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Indiana Driver Licensing Laws

This information is presented here to help you navigate the licensing laws of your state. For the most up-to-date information always check your state's .gov website.


An individual subject to epileptic seizures may not be denied a license if the individual presents a statement from a licensed physician that the individual is under medication and is free from seizures while under medication. IND. CODE § 9-24-2-3(b) (2020). A restricted license may be issued as appropriate to assure safe operation. § 9-24-11-7. An individual's license may be revoked if a medical report is not submitted after a request is made for such a report by the Bureau or if the Medical Review Board finds the individual to be medically disabled based on the information contained in the medical report. IND. CODE § 9-24-2-3(a)(3) (2020). A person whose license is revoked for medical reasons is distinguished in the records from those that are suspended for driving violations. Judicial review of licensing decisions is available by petition to the circuit court or superior court of the county where the person resides. IND. CODE § 9-24-10-7(d) (2020).

Commercial Driving
Indiana has adopted the federal Department of Transportation's medical standards for licensing individuals to drive commercial vehicles interstate. Commercial driver’s license applicants for intrastate operation must pass a physical examination by the medical examiner. 140 IND. ADMIN. CODE 7-3-6.5 (2020). Persons with epilepsy may be licensed to drive taxis, buses or school buses if they have met the same criteria as for a personal vehicle license. However, school bus drivers are required to be free from any "mental, nervous, organic or functional disease which might impair their ability to properly operate a school bus." IND. CODE § 20-27-8-1(a)(7)(D) (2020).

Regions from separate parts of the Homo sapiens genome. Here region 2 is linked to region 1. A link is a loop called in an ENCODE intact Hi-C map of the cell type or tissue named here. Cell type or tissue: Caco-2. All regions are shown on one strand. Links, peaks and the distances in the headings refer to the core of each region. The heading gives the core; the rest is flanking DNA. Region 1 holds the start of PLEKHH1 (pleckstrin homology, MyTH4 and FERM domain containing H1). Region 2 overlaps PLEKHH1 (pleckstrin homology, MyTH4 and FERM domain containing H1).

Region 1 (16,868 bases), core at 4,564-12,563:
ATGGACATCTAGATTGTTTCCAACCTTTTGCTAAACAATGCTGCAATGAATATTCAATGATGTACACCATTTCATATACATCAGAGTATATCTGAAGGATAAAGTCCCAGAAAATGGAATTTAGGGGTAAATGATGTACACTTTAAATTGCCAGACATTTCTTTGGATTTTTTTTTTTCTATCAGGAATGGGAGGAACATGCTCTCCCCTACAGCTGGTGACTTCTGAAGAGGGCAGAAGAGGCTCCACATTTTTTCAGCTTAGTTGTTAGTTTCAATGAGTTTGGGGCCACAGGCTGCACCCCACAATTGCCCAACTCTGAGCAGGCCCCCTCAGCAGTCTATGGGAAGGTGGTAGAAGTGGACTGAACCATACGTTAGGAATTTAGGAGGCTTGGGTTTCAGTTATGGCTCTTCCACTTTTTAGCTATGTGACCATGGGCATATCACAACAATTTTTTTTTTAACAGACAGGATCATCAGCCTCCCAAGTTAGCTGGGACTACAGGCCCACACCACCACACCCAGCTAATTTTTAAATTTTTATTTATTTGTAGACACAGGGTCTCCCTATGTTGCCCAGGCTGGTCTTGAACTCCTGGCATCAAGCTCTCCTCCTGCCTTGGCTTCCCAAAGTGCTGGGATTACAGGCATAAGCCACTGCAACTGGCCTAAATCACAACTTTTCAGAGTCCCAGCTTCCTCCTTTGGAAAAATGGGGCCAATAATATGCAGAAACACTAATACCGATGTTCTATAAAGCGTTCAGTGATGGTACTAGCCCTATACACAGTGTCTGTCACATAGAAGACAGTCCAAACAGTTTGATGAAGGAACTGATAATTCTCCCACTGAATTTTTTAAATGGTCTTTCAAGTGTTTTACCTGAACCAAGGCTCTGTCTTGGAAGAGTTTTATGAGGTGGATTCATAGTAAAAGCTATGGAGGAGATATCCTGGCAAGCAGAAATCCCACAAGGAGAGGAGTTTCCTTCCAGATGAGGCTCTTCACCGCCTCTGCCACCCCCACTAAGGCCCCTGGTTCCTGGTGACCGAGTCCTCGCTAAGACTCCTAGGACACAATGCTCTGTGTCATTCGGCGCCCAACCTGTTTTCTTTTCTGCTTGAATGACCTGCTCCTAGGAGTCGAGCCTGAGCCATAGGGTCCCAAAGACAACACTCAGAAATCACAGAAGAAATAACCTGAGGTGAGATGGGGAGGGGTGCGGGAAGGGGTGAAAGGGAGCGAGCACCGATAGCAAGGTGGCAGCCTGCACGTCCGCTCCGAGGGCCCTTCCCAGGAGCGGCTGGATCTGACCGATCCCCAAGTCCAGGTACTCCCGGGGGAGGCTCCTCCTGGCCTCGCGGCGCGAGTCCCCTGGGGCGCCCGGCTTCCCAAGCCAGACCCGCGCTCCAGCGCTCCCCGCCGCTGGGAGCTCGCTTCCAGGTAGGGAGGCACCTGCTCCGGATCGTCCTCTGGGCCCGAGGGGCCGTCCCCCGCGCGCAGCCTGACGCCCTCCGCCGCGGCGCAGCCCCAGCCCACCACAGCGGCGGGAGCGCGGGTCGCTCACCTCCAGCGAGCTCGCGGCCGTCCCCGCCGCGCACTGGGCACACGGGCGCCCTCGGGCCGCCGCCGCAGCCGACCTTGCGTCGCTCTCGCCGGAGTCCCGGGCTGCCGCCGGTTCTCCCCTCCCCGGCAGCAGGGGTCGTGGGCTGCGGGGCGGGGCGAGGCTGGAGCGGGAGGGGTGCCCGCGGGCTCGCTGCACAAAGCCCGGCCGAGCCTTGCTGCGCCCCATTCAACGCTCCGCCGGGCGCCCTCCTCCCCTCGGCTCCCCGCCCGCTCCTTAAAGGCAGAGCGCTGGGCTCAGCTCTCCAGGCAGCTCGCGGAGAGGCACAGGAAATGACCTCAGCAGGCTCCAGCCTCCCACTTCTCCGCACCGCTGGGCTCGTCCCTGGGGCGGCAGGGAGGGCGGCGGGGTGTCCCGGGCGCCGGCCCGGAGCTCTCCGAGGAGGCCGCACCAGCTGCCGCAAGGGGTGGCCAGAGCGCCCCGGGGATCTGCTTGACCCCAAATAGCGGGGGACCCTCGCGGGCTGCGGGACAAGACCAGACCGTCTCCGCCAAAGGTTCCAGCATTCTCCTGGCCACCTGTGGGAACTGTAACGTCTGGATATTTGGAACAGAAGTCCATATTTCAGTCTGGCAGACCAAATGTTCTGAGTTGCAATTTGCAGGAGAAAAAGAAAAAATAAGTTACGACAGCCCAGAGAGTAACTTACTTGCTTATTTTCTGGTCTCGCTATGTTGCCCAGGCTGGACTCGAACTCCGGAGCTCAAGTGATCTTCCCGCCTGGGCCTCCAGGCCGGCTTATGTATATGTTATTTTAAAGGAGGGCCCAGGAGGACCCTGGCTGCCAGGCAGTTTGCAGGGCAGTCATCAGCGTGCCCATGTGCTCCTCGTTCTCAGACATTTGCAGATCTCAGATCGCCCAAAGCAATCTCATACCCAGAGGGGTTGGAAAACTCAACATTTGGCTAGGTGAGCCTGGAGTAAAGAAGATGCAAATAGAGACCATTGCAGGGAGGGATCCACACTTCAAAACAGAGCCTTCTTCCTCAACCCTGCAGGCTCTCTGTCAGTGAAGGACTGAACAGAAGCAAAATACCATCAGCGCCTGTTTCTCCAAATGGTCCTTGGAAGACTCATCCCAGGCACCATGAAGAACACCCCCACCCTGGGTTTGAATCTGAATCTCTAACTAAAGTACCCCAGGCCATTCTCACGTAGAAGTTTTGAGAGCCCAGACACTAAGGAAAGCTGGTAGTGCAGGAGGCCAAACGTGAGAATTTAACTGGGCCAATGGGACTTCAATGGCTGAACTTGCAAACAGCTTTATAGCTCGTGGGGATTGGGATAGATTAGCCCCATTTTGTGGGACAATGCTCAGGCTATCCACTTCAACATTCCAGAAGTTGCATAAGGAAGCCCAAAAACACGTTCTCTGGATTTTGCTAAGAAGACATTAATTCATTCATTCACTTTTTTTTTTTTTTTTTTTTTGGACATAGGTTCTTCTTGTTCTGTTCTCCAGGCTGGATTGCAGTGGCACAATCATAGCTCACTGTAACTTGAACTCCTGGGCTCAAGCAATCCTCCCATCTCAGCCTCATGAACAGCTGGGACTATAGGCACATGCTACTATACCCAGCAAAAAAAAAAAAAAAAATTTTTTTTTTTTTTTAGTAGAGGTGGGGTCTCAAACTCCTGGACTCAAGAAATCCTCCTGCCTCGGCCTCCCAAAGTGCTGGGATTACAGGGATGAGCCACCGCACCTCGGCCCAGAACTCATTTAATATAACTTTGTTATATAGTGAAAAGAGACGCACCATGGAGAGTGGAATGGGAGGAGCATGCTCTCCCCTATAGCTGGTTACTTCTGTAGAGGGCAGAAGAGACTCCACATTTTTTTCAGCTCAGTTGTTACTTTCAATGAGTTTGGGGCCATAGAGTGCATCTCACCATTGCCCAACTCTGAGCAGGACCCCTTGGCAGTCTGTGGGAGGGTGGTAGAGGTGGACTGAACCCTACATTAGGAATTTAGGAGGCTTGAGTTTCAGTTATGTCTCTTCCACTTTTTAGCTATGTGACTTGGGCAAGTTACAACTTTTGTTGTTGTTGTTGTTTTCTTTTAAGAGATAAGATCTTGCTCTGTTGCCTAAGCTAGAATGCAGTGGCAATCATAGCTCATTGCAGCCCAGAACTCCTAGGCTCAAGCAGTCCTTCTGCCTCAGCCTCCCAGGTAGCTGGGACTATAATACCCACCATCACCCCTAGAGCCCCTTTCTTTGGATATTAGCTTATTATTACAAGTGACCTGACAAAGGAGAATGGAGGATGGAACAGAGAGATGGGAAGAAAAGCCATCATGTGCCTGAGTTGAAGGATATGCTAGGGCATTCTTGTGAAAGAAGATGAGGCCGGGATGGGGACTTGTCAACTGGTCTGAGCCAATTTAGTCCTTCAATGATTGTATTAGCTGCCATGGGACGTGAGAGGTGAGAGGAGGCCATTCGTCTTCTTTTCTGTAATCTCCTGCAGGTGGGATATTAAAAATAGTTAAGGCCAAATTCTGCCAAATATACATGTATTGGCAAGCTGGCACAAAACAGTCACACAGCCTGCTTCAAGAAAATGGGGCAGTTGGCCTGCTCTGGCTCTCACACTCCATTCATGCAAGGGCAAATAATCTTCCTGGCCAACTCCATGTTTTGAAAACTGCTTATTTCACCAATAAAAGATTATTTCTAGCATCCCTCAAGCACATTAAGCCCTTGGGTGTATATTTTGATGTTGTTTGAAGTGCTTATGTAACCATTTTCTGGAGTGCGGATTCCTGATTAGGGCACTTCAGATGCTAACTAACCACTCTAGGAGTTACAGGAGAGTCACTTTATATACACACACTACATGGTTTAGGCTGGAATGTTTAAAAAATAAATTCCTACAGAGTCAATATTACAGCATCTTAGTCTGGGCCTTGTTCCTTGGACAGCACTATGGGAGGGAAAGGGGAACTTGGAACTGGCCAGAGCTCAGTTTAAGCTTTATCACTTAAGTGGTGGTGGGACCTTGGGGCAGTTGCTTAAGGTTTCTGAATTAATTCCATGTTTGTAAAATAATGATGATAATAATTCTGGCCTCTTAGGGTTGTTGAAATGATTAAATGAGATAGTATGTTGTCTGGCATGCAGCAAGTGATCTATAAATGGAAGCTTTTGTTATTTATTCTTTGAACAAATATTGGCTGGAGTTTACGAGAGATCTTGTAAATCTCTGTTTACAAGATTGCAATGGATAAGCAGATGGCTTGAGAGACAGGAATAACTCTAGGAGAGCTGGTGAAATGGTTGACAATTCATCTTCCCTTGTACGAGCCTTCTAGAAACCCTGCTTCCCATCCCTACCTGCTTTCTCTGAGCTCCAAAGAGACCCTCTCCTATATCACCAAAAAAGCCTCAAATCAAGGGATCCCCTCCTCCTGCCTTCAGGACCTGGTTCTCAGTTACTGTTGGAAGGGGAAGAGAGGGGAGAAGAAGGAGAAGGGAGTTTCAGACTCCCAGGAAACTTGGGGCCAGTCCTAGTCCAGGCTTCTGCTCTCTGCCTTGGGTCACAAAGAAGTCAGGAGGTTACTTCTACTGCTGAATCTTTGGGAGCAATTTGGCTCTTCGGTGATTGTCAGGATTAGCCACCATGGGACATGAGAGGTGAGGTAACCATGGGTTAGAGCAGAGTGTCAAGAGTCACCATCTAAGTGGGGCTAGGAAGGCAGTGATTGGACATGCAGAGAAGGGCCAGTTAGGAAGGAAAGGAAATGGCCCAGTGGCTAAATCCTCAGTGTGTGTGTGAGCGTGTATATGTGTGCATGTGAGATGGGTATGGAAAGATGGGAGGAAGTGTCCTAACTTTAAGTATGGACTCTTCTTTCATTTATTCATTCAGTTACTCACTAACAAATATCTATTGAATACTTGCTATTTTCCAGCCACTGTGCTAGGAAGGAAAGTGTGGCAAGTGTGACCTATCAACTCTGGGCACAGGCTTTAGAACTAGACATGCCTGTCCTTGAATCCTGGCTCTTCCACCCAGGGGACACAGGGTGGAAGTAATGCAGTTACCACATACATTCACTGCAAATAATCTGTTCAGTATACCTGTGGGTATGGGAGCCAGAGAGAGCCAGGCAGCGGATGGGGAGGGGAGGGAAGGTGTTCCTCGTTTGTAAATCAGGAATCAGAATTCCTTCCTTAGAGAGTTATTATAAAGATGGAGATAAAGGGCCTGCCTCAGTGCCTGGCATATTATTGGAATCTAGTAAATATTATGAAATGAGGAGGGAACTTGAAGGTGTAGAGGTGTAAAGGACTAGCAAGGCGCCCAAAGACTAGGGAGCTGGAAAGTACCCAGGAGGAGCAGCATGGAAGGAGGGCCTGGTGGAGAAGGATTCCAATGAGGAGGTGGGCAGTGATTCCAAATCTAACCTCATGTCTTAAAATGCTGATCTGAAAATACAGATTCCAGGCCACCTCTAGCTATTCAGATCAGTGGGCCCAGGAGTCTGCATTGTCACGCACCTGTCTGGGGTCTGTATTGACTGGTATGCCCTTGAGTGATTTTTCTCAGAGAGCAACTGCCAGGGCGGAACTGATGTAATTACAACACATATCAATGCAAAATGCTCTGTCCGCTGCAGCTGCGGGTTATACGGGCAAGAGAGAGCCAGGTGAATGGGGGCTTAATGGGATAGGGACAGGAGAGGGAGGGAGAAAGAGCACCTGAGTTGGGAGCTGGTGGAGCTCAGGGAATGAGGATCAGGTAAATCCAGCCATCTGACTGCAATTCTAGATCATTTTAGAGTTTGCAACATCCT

Indiana Identification Card
Any resident of the state may apply to the Motor Vehicle Commissioner for an identification card. IND. CODE § 9-24-16-1 (2020). There is no fee for the issuance of an identification card for those who do not have a valid Indiana driver’s license and will be 18 years old by the next general, municipal, or special election. IND. CODE § 9-24-16-10 (2020).

Indiana Reporting
There is no requirement that physicians report people they diagnose or treat for epilepsy to the Bureau. However, there is a statute requiring that physicians and others who diagnose, treat, or provide care for persons with a disability to report the disabling condition to the state board of health within 60 days. IND. CODE § 16-40-1-2 (2020). Physicians, optometrists and nurses who have examined the patient within thirty days before making the report may not be civilly or criminally liable for a report concerning the patient’s fitness to drive made to the bureau, commission or medical advisory board. IND. CODE § 9-24-10-7.5 (2020). Indiana requires reporting of individuals with epilepsy or seizure disorders at the time of application or renewal of license. IND. CODE § 9-24-9-2(a)(5), (b)(7) (2020). A fine of up to $500.00 (class C infraction) may be imposed for failing to report. IND. CODE § 9-24-9-6 (2020).

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